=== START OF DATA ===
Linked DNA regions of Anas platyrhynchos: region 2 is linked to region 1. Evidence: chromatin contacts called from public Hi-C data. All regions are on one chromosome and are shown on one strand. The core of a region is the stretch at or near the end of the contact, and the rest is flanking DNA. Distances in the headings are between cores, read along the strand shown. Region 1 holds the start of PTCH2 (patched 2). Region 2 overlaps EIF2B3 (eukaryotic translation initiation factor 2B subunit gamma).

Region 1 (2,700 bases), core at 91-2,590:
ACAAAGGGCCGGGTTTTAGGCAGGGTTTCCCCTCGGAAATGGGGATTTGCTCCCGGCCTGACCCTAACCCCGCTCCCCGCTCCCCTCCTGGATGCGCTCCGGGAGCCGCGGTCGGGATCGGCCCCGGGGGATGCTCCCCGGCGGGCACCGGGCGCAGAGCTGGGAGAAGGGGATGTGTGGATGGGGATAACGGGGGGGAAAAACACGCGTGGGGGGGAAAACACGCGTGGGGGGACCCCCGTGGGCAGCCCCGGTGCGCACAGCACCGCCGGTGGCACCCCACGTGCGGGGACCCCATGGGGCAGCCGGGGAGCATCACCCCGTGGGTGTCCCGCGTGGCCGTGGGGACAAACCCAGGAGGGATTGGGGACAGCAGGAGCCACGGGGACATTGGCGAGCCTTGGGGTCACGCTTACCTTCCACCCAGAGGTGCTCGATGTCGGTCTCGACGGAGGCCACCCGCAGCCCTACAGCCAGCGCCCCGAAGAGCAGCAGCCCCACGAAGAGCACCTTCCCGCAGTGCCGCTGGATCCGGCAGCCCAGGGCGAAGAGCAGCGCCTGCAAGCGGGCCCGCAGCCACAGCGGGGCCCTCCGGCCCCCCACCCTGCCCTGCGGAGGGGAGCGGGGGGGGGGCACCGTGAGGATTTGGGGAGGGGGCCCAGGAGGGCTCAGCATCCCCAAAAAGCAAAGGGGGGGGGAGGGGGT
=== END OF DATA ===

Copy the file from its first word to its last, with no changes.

Linked DNA regions of Anas platyrhynchos: region 2 is linked to region 1. Evidence: chromatin contacts called from public Hi-C data. All regions are on one chromosome and are shown on one strand. The core of a region is the stretch at or near the end of the contact, and the rest is flanking DNA. Distances in the headings are between cores, read along the strand shown. Region 1 holds the start of PTCH2 (patched 2). Region 2 overlaps EIF2B3 (eukaryotic translation initiation factor 2B subunit gamma).

Region 1 (2,700 bases), core at 91-2,590:
ACAAAGGGCCGGGTTTTAGGCAGGGTTTCCCCTCGGAAATGGGGATTTGCTCCCGGCCTGACCCTAACCCCGCTCCCCGCTCCCCTCCTGGATGCGCTCCGGGAGCCGCGGTCGGGATCGGCCCCGGGGGATGCTCCCCGGCGGGCACCGGGCGCAGAGCTGGGAGAAGGGGATGTGTGGATGGGGATAACGGGGGGGAAAAACACGCGTGGGGGGGAAAACACGCGTGGGGGGACCCCCGTGGGCAGCCCCGGTGCGCACAGCACCGCCGGTGGCACCCCACGTGCGGGGACCCCATGGGGCAGCCGGGGAGCATCACCCCGTGGGTGTCCCGCGTGGCCGTGGGGACAAACCCAGGAGGGATTGGGGACAGCAGGAGCCACGGGGACATTGGCGAGCCTTGGGGTCACGCTTACCTTCCACCCAGAGGTGCTCGATGTCGGTCTCGACGGAGGCCACCCGCAGCCCTACAGCCAGCGCCCCGAAGAGCAGCAGCCCCACGAAGAGCACCTTCCCGCAGTGCCGCTGGATCCGGCAGCCCAGGGCGAAGAGCAGCGCCTGCAAGCGGGCCCGCAGCCACAGCGGGGCCCTCCGGCCCCCCACCCTGCCCTGCGGAGGGGAGCGGGGGGGGGGCACCGTGAGGATTTGGGGAGGGGGCCCAGGAGGGCTCAGCATCCCCAAAAAGCAAAGGGGGGGGGAGGGGGT